Less advantaged students outperform peers thanks to long-term education charity programme.
Published: 2 Feb 2018
Education charity Villiers Park says its model proves that background doesn’t have to dictate the future of young people.
Students on their national Scholars Programme, which provides long-term, tailored support for 14-18 year-olds from less advantaged backgrounds, have vastly outperformed their peers in core GSCE subjects including Maths and English.
Analysis of national GCSE results data released last week (25 January), showed that Villiers Park Scholars achieved seven grades higher* overall in their GCSEs than they would have done had they had no interaction with the charity.
Put into context, this is the equivalent of a student who may have attained 10 Bs, achieving seven As and three Bs.
When comparing Maths and English GCSE results with students who were at the same level at Key Stage 2, Villiers Park found its students achieved significantly better than even their non-disadvantaged peers.
Nationally, only 20% of students with prior Key Stage 2 attainment of 4 or above, achieve level 7 or above at Maths GCSE. This falls to 9% in disadvantaged students. In contrast, 58% of Villiers Park Scholars with the same Key Stage 2 results have achieved a 7 or above†.
In English Literature, just 19% of students who achieved a Level 4 or above at Key Stage 2 achieved a level 7 or above in their English Literature GCSE. Again, this falls to 10% for those with a disadvantage. In comparison, 45% of Villiers Park students achieved the same results†.
These figures were true when comparing results against disadvantaged‡ students nationally, as well as non-disadvantaged, as shown in the graph below:
“This fantastic achievement by our Scholars provides overwhelming evidence that when social mobility is tackled in a sustained and embedded way, the attainment gap not only closes, but is re-opened in favour of the nation’s disadvantaged young people,” said Sarah Chick, Director of Education at Villiers Park.
The four-year Scholars Programme, currently operating in seven regions in the UK including East Lancashire, Hastings and Tyneside, sets out to improve the life-chances of young people from less advantaged backgrounds, often determined by their postcode or family income. Each student has personalised support from a Learning Mentor and takes part in a number of masterclasses, residential courses and workshops to develop their skills, attitudes and passion for learning.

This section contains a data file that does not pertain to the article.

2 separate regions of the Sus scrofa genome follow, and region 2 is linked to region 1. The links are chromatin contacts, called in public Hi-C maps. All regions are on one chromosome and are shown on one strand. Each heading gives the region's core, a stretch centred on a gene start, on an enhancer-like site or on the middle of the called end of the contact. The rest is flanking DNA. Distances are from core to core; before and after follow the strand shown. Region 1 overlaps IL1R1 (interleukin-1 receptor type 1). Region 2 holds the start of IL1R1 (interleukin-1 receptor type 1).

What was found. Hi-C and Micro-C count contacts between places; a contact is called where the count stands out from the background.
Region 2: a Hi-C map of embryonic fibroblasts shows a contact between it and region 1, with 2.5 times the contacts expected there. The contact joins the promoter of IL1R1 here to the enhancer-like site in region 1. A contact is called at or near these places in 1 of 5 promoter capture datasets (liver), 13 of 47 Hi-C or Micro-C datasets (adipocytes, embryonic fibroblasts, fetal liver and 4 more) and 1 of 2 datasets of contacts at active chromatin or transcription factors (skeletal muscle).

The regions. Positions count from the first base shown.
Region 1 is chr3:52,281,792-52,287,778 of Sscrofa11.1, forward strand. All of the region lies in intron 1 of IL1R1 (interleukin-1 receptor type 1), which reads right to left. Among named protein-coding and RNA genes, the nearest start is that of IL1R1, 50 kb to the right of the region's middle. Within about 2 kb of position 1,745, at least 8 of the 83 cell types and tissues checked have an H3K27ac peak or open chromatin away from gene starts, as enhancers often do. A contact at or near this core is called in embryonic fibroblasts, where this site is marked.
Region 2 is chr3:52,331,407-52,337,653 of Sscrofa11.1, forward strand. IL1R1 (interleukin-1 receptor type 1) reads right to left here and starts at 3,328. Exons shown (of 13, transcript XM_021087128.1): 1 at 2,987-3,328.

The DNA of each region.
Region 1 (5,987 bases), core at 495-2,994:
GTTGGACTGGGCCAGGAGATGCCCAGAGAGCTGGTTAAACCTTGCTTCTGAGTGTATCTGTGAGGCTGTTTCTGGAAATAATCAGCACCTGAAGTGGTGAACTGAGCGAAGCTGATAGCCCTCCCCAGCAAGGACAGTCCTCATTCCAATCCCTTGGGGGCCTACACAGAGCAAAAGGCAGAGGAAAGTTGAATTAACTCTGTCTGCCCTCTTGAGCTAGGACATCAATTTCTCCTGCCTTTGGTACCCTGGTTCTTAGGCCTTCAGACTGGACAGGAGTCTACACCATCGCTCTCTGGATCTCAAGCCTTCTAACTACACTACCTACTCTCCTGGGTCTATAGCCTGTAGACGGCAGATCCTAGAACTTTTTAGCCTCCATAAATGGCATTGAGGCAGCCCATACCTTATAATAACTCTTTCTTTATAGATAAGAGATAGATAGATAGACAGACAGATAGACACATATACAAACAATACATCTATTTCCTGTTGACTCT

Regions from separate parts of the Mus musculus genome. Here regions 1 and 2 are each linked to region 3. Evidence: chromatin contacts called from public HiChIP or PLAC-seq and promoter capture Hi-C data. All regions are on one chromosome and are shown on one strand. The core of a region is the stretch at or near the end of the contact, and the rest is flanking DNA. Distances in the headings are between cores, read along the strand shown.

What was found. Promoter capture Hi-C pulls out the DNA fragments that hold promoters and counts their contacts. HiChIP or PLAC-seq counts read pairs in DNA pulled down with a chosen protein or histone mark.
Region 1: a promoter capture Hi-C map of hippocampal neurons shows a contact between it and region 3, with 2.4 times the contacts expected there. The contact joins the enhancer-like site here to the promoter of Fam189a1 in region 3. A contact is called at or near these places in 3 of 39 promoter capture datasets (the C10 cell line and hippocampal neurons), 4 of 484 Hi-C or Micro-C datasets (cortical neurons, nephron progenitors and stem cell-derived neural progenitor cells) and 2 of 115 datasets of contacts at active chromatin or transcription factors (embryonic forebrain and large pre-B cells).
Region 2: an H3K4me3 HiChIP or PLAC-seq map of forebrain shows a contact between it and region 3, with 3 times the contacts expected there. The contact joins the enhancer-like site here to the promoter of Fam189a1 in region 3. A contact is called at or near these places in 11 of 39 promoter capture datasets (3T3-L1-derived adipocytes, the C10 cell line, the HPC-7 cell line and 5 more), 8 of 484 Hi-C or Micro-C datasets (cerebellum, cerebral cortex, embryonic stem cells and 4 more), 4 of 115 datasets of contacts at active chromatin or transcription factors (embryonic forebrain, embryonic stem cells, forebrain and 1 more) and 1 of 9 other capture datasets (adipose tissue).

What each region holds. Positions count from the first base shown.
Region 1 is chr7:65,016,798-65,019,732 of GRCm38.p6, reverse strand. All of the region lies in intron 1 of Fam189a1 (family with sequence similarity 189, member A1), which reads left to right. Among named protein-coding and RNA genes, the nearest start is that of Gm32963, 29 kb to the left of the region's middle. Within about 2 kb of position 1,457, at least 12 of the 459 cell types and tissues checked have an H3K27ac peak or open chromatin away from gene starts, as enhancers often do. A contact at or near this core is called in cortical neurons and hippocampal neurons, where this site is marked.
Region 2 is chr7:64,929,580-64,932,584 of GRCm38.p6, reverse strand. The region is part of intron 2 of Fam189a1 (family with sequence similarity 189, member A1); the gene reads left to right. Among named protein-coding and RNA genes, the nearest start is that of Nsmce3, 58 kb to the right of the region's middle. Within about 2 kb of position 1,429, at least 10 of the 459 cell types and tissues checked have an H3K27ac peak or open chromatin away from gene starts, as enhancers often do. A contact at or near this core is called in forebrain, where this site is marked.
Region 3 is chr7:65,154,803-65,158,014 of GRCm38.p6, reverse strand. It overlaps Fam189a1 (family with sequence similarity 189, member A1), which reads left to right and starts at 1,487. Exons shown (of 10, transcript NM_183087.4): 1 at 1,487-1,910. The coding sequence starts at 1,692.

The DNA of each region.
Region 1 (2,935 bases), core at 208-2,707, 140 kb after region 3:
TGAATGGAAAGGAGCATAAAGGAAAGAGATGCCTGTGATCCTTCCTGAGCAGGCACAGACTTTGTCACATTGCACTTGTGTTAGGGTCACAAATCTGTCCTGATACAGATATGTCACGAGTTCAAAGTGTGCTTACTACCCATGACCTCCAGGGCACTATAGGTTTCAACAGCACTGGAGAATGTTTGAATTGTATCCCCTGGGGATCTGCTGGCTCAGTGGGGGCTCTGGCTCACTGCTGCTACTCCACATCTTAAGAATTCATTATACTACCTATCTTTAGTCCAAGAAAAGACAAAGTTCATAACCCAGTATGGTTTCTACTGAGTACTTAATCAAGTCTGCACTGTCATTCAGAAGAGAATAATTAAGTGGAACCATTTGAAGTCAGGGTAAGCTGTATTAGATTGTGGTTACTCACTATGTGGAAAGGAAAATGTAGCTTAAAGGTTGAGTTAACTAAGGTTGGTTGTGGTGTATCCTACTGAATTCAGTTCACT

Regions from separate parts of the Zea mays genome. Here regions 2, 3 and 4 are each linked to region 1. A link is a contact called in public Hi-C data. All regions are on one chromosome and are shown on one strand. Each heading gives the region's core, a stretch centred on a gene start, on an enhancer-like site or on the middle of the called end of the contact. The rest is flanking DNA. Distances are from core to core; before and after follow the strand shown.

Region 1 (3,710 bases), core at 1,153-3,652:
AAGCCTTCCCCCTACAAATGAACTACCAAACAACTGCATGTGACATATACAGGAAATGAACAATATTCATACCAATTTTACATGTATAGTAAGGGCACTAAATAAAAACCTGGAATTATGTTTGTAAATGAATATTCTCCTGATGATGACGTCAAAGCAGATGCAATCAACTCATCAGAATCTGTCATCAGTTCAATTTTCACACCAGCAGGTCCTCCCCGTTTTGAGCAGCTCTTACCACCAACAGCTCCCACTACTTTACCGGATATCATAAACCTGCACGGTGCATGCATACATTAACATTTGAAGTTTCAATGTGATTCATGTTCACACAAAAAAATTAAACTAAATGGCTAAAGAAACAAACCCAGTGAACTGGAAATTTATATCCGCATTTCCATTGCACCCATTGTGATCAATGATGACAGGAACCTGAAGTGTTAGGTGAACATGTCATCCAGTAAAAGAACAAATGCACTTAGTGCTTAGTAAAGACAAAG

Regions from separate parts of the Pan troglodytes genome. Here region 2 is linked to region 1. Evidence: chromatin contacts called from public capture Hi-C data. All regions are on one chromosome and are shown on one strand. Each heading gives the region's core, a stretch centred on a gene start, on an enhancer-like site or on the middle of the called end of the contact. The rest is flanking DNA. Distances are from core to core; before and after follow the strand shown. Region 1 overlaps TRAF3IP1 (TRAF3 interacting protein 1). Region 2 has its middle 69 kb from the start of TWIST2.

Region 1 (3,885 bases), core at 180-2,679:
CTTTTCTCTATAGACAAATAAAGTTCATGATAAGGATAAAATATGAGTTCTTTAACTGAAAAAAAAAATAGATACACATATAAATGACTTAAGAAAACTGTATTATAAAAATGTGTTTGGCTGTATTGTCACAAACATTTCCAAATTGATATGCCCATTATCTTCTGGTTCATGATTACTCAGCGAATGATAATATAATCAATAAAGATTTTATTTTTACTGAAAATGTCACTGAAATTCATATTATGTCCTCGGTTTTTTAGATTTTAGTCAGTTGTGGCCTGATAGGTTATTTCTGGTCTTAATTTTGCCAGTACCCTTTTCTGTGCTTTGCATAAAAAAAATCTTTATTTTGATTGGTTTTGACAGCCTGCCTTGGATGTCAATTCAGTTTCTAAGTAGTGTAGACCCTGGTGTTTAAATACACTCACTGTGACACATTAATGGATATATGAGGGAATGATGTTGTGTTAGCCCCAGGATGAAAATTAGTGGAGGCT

“Our programme is designed so that our Scholars are empowered to make ambitious decisions about their future and that they are fully equipped to do so – thanks to both improved exam results and skills they need to succeed. These outstanding results demonstrate that our comprehensive, long-term approach really works,” said Sarah.
“There is no single reason for the potential of students not to be realised – it may be low self-esteem, lack of role models or under developed learning skills – so the only way to solve the problem of social mobility is to personally address the individual’s needs, which is what the Scholars Programme does.”
Annabel is a student at Ormiston Victory Academy in Norwich and a member of the Norfolk Scholars. She achieved three As, four Bs, two 8s, one 7 in her GCSEs, and a distinction for a BTEC.
She told us: “I think that the Villiers Park Scholars Progamme is really good, as you can get to meet people with the same passion and enthusiasm as your own.
“The one-to-one mentoring in particular has helped me a lot, primarily with my self-confidence, and it has given me a lot of knowledge about higher education, which I intend to go to in the coming years.”
*Results calculated using average Progress 8 score for disadvantaged students of -0.4 as stated in the Revised GCSE and equivalent results in England, 2016 to 2017 report from the Department of Education and Villiers Park Progress 8 analysis.
†Calculated comparing Key Stage 2-4 transition matrices by disadvantage 2017 (revised) from the Department of Education and Villiers Park student results.
‡Disadvantaged is defined in the Revised GCSE and equivalent results in England, 2016 to 2017 report from the Department of Education, as: Young people known to have been eligible for free school meals in the past six years (from year 6 to year 11), if they are recorded as having been looked after for at least one day or if they are recorded as having been adopted from care.
For more information please visit the Villiers Park Scholars Programme page.